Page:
Problem II – Chart platforms
I personally use Tradingview.com for charting and MetaTrader for placing my orders. In the beginning, when I had identified a trade on Tradingview and then switched to MetaTrader to place my order, I was always hesitant because the charts looked slightly different and it often made me question my previous analysis on Tradingview. It even got so far that I did decide not to take a trade after what I saw on MetaTrader, even though it looked like a valid setup on Tradingview.
Nowadays, when I have identified a trade, I don’t even look at any MetaTrader charts; I just place my order and then close the platform again. This also helps with many other problems such as constantly watching the P/L or babysitting trades.
I keep my charts neutral and don’t use bright red or green colors at all. I am not 100% sure that it makes a difference, but if you can eliminate potential sources for errors, you have to do it.
By the way, switching between barcharts and candlesticks can also mess with your pattern recognition. Even though you might not be aware of it, your brain will process the information differently, especially if you are used to candlesticks and then suddenly switch to barcharts. Everything has a learning curve.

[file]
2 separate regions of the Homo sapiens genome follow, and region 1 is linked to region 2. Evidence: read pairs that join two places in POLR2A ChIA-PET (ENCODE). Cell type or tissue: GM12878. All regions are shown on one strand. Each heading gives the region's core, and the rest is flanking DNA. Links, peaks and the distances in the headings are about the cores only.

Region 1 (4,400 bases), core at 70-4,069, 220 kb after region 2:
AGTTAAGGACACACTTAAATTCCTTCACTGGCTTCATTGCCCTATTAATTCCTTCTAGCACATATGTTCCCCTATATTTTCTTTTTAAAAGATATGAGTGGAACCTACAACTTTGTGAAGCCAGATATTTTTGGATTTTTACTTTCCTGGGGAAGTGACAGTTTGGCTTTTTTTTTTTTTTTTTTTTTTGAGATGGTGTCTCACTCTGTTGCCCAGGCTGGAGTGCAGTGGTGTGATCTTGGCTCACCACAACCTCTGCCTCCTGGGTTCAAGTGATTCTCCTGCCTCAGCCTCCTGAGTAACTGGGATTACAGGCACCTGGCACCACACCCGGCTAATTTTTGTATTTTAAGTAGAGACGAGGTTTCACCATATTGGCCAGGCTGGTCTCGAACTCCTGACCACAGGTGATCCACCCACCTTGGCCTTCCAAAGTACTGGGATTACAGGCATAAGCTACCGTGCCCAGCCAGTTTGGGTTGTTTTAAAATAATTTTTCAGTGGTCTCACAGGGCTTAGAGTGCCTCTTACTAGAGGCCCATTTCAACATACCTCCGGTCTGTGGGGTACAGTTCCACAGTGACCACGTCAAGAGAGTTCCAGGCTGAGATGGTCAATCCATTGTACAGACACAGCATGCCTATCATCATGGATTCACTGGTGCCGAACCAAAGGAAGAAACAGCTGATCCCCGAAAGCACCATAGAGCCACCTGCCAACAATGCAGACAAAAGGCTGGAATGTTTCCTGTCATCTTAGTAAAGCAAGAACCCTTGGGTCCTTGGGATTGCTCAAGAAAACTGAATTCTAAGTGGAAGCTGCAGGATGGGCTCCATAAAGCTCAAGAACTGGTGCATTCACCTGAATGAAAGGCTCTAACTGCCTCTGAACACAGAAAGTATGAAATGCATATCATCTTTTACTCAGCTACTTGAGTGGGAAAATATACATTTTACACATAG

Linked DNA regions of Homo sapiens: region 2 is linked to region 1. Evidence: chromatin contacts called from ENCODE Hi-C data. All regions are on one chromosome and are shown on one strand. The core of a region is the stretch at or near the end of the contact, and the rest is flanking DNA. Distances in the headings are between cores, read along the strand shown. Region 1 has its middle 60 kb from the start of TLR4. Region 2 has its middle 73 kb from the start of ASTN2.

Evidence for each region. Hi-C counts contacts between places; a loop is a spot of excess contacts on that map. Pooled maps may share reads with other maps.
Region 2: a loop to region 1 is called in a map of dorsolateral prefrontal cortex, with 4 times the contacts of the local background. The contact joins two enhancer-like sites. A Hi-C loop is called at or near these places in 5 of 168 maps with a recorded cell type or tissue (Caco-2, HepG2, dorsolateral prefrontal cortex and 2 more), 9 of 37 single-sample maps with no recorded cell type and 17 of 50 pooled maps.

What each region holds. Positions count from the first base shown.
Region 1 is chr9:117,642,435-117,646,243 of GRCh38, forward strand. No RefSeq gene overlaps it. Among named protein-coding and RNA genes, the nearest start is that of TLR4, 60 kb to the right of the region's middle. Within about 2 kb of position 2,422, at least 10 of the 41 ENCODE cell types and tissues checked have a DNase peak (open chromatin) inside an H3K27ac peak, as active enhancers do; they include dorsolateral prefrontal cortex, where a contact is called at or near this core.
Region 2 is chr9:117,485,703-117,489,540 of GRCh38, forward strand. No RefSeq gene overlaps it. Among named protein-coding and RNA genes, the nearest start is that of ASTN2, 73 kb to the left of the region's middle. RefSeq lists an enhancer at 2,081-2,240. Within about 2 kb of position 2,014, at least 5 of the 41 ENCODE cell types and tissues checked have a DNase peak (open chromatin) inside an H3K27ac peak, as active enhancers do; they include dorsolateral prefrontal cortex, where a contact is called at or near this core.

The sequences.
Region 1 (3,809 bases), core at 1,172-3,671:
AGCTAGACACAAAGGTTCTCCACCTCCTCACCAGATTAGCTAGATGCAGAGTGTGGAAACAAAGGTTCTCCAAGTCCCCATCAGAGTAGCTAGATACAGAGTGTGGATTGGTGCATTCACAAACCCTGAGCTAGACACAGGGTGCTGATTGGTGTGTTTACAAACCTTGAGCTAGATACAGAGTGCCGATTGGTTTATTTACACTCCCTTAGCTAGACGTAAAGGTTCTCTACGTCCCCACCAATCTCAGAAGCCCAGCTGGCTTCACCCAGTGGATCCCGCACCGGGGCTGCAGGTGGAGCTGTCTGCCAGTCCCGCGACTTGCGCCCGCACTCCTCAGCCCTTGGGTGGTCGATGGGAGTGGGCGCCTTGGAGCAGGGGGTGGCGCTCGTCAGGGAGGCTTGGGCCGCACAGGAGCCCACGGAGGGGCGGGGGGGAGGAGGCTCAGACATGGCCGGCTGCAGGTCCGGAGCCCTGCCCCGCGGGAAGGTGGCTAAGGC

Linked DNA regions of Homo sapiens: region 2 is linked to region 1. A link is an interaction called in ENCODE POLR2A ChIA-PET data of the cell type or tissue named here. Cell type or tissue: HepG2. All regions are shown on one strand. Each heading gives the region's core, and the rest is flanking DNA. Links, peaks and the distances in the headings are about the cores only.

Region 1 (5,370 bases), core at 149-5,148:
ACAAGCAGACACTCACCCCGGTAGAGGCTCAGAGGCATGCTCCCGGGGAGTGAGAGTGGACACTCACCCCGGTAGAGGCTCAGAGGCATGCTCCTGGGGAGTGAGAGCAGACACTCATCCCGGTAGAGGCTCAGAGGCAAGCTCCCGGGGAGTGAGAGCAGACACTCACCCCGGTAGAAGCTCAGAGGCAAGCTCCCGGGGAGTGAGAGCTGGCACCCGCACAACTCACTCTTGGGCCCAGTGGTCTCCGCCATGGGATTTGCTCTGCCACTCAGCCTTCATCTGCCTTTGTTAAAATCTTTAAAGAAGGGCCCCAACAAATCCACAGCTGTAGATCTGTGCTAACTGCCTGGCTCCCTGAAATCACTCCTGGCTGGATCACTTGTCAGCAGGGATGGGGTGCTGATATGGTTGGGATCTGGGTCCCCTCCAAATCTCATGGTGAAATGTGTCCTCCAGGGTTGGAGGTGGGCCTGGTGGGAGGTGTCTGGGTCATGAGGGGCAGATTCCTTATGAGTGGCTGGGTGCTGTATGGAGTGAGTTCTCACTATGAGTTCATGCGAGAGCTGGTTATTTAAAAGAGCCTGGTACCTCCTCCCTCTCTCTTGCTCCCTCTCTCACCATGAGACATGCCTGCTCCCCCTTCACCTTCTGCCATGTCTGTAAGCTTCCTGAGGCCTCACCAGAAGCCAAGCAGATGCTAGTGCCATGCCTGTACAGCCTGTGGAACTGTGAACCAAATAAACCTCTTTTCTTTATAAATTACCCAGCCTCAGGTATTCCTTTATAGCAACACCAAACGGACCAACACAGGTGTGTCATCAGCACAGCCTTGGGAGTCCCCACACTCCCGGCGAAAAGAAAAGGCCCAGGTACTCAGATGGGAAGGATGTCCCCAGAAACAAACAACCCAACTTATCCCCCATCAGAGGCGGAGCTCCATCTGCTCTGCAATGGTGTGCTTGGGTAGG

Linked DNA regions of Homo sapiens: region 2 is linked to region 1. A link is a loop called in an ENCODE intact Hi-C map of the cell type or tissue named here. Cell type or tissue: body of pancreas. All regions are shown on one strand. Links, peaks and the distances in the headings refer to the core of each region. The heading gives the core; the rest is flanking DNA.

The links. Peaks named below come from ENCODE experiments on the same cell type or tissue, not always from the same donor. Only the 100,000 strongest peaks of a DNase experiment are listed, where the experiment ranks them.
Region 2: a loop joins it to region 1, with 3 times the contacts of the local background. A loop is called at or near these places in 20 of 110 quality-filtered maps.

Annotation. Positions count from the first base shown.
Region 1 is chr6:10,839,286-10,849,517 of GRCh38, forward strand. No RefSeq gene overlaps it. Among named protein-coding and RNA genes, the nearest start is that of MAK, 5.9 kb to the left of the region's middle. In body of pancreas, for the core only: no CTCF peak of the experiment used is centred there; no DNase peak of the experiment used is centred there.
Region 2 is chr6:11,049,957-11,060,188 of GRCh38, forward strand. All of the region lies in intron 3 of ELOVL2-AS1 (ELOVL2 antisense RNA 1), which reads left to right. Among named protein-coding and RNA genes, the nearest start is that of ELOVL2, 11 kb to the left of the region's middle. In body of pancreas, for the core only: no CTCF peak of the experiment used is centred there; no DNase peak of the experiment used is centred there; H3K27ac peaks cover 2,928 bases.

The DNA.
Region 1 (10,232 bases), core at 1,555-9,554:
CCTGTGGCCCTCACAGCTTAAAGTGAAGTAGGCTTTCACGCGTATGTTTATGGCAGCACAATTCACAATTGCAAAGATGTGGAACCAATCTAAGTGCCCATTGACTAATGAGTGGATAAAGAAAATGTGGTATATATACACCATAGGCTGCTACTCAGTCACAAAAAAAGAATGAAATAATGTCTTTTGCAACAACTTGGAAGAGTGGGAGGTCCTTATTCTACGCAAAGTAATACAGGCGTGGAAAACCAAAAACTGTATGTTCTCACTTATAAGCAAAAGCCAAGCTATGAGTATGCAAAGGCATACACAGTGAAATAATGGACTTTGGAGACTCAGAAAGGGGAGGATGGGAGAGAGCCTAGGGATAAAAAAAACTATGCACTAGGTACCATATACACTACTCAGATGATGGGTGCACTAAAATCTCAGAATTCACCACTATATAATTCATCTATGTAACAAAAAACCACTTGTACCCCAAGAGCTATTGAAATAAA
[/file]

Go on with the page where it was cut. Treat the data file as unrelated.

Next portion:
Improving your pattern recognition abilities
Pattern recognition is a skill where experience trumps everything. Nowadays, I can go through 50 markets in less than 2 hours and pretty accurately tell which charts need to be on my watchlist. Here are some tips that can help you develop your pattern recognition skills:
(1) Screenshots and pre-session routine
This is probably the single best exercise for enhancing your pattern recognition skills. Always grade your setups by quality of the signal, not only based on the outcome. Then, file your screenshots in a physical folder so that it’s easy to review them. Before you start your trading session, review your playbook and go through your charts. Remind yourself what your setup looks like and what makes a setup a great setup.
Your checklist should contain a few screenshots of textbook setups, along with a list of entry criteria. You should place your checklist next to your monitor where you can see it at all times. When you are about to take a trade, go over the checklist and cross-check if the setup is really matching your criteria. There is a reason why airplanes have a low failure rate; no plane ever takes off without double-checking the same checklist.
(3) A consistent approach
In order to get consistent results, you need a consistent approach. Don’t rearrange your charts too often and don’t change the way you analyze charts. And if you make any changes, be sure to track the impacts they have and be aware of how it influences your trading. The ability to read charts, recognize patterns and notice details is what allows traders to make consistent and well-informed trading decisions.